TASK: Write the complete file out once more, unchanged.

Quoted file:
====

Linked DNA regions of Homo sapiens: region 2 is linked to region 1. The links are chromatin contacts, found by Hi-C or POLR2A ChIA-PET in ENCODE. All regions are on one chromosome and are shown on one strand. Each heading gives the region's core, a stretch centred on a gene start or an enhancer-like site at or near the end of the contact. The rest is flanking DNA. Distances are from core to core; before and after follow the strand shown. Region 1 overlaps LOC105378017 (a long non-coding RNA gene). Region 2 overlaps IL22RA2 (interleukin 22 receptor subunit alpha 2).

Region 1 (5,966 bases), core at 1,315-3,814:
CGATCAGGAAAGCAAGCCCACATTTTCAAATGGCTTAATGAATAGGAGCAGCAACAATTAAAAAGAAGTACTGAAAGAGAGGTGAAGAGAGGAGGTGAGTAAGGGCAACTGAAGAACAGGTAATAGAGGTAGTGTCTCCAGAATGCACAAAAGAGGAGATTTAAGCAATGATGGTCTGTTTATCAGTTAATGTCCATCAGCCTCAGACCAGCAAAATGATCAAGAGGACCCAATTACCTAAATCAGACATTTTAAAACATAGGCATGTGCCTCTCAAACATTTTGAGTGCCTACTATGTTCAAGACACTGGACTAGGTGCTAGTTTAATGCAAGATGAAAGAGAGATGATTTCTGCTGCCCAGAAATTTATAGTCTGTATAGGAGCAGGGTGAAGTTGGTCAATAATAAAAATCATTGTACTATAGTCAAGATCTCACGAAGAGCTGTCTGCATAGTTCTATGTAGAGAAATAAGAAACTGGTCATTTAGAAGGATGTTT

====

Linked DNA regions of Homo sapiens: region 2 is linked to region 1. The links are chromatin contacts, found by Hi-C or POLR2A ChIA-PET in ENCODE. All regions are on one chromosome and are shown on one strand. Each heading gives the region's core, a stretch centred on a gene start or an enhancer-like site at or near the end of the contact. The rest is flanking DNA. Distances are from core to core; before and after follow the strand shown. Region 1 overlaps LOC105378017 (a long non-coding RNA gene). Region 2 overlaps IL22RA2 (interleukin 22 receptor subunit alpha 2).

Region 1 (5,966 bases), core at 1,315-3,814:
CGATCAGGAAAGCAAGCCCACATTTTCAAATGGCTTAATGAATAGGAGCAGCAACAATTAAAAAGAAGTACTGAAAGAGAGGTGAAGAGAGGAGGTGAGTAAGGGCAACTGAAGAACAGGTAATAGAGGTAGTGTCTCCAGAATGCACAAAAGAGGAGATTTAAGCAATGATGGTCTGTTTATCAGTTAATGTCCATCAGCCTCAGACCAGCAAAATGATCAAGAGGACCCAATTACCTAAATCAGACATTTTAAAACATAGGCATGTGCCTCTCAAACATTTTGAGTGCCTACTATGTTCAAGACACTGGACTAGGTGCTAGTTTAATGCAAGATGAAAGAGAGATGATTTCTGCTGCCCAGAAATTTATAGTCTGTATAGGAGCAGGGTGAAGTTGGTCAATAATAAAAATCATTGTACTATAGTCAAGATCTCACGAAGAGCTGTCTGCATAGTTCTATGTAGAGAAATAAGAAACTGGTCATTTAGAAGGATGTTT